Ecuador made public on Sunday a presidential decree overriding over 2.000 pharmaceutical patents in order to provide more affordable medicines to the people of Ecuador.
President Rafael Correa who had anticipated the measure said that access to medicine is a human right and that he intended to seek compulsory licenses to acquire medications considered indispensable.
Under current World Trade Organization rules, countries have the right to seek such compulsory licenses that override traditional patent rights. Current WTO rules require that such countries negotiate with the patent owners to determine fair compensation.
“All those pharmaceutical products we can produce and copy, we will elaborate in Ecuador”, said Correa.
With this decision the Ecuadorian government wishes to promote local production of medicines thus avoiding “the huge profits of trans-nationals”, based on an industrial and intellectual property system which Correa defines as “neo-liberal”.
The action by President Correa is in line with recent statements that it would not honour the illegitimate debt that had been placed on the country by foreign banks (under previous administrations).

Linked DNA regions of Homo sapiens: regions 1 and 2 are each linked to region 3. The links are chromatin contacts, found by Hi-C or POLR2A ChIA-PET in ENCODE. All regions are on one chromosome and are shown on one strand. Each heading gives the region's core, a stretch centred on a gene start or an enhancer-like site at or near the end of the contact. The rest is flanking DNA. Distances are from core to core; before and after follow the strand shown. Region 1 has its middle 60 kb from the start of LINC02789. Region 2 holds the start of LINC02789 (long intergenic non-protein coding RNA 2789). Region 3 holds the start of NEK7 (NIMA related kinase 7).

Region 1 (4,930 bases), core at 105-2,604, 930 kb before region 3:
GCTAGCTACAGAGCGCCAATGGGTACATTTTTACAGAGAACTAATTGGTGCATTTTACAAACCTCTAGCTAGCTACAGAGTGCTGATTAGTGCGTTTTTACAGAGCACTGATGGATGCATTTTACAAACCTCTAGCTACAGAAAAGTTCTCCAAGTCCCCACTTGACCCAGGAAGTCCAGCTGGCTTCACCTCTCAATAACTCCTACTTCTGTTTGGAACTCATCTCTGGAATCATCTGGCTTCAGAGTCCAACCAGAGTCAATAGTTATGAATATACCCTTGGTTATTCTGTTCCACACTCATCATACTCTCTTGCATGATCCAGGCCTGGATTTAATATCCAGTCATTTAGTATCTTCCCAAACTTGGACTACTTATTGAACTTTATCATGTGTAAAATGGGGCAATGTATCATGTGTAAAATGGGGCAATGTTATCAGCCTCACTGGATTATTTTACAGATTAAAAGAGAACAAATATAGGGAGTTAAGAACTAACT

This bold move allowed Ecuador to renegotiate its debt for roughly 30 cents on the dollar. Much of that debt was considered predatory debt by academics who understand the way the World Bank and other first-world banking interests attempt to place debt burdens on many smaller nations as a tactic for exerting long-term influence over their economies.
Pharmaceutical pricing is also considered predatory by many observers. By definition, prices on brand-name pharmaceuticals are monopoly prices. That's because patent protection grants drug companies a monopoly market for a period of roughly 20 years. During that time, drug companies extract as much money as possible for their products, even from poorer nations whose population can barely afford to pay such prices.